Gov. Scott Walker's office said Thursday he's still reviewing a series of controversial bills passed by GOP majorities in the legislature this week.
No timeline has been provided on when Walker might sign the bills, although he previously signaled support for them.
Republicans called the "lame-duck" session and approved proposals that shift duties and responsibilities from the offices of Governor and Attorney General to leaders in the Senate and Assembly.
Gov.-elect Tony Evers and Attorney General-elect Josh Kaul are both Democrats. Republicans will still hold majorities in both chambers of the legislature during the next legislative session.
Evers on Wednesday held a news conference in Madison urging Walker to not sign the bills.
State Rep. Daniel Riemer (D-Milwaukee) said he opposed the bills because he thinks Republicans are trying to undo the results of November's election.
Riemer said this week's "lame-duck" session might contribute to gridlock during a time of divided government after the new Governor is sworn in.
"When you cripple the ability of the governor to do his job, and undermine the will of the voters, you make it incredibly difficult to work across the aisle," Riemer said.
Rick Esenberg, President and General Counsel for the conservative-leaning Wisconsin Institute for Law & Liberty, said he thinks the bills do a good job of making sure powers are equally balanced between the various branches of state government.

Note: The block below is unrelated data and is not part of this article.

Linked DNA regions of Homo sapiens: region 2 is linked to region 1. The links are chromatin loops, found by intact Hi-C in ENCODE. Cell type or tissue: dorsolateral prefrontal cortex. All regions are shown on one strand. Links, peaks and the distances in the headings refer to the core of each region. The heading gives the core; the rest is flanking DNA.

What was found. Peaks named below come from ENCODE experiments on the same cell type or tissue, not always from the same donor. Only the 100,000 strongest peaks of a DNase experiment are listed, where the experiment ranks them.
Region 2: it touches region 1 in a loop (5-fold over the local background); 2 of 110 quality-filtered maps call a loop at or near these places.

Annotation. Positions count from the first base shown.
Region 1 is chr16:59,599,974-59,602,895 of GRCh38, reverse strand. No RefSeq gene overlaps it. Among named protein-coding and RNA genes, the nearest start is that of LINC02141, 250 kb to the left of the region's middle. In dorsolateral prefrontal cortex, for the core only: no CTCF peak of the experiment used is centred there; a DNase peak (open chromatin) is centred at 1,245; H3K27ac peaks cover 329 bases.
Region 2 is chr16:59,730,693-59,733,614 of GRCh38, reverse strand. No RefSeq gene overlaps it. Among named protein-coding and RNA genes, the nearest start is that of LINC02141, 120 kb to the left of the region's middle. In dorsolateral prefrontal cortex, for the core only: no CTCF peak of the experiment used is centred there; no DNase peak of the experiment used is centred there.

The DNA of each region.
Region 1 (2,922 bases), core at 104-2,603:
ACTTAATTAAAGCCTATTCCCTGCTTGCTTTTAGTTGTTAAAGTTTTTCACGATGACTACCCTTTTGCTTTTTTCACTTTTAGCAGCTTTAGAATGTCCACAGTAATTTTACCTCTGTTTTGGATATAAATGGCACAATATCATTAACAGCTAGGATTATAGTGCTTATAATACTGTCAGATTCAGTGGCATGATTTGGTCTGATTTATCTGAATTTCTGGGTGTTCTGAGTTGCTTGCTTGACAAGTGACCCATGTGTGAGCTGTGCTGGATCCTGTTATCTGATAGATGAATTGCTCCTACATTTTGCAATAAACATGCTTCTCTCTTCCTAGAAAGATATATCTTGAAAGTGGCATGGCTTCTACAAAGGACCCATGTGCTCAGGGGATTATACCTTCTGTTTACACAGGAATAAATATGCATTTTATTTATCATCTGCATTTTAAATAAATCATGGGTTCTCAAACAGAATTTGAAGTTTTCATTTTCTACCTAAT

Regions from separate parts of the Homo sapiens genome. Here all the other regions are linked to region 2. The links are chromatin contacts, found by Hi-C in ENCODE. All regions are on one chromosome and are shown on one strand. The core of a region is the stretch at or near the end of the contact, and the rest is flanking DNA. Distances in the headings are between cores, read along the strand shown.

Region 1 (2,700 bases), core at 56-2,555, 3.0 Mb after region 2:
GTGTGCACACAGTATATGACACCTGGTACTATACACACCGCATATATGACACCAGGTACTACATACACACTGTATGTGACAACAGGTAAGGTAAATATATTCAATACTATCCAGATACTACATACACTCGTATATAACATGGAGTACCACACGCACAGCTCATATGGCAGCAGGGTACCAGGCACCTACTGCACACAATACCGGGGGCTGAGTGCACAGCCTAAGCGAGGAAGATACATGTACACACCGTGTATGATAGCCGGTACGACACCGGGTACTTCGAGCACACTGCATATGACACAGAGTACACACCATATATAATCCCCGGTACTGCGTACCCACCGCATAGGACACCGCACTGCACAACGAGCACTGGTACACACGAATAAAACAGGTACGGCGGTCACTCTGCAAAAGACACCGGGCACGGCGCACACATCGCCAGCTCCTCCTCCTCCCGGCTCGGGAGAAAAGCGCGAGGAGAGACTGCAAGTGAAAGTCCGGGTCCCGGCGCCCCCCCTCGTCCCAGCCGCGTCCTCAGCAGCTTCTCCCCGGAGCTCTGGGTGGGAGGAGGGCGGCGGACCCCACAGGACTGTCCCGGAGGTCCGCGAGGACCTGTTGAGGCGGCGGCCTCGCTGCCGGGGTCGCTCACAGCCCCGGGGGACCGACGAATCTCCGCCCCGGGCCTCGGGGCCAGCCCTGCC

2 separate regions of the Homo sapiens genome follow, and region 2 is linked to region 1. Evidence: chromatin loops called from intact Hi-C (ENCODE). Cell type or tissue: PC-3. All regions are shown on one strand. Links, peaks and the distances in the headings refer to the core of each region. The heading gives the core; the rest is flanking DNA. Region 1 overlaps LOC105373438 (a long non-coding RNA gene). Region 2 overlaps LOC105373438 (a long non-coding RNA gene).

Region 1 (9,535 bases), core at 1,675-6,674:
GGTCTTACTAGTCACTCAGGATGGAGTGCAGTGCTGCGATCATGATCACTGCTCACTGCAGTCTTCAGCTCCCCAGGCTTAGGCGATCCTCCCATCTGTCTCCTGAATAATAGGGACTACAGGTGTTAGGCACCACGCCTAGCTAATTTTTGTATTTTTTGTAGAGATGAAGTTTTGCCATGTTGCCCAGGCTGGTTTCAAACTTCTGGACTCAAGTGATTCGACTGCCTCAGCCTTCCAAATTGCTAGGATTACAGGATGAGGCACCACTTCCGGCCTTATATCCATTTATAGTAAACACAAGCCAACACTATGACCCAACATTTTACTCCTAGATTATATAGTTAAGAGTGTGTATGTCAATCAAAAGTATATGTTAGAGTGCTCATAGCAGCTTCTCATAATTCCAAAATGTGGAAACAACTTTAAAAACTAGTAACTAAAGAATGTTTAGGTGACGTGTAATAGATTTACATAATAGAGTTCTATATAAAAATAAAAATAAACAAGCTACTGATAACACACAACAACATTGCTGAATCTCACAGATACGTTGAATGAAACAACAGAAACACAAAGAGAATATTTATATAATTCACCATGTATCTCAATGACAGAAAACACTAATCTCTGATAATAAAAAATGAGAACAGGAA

"I think there are a lot of good government reforms in here," Esenberg said. "I think it's unfortunate (Republicans) waited until the end to do them, but that doesn't mean they aren't good ideas."
Mordecai Lee, a political analyst and former Democrat in the state Assembly, said the constitution grants executive powers to the Governor.
"This is almost like making the Wisconsin Governor's office a ceremonial office," Lee said. "Almost like Queen Elizabeth."
Meanwhile, Lee said the Wisconsin Constitution indicates the powers of the Attorney General are determined by law.
He thinks that means Democrats would have a more viable legal challenge to the alterations made relating to the Governor's office than to the Attorney General's job duties.
But Lee also said he doubts the current state supreme court, which is made up primarily of conservative justices, would toss out the changes to state government that lawmakers passed this week.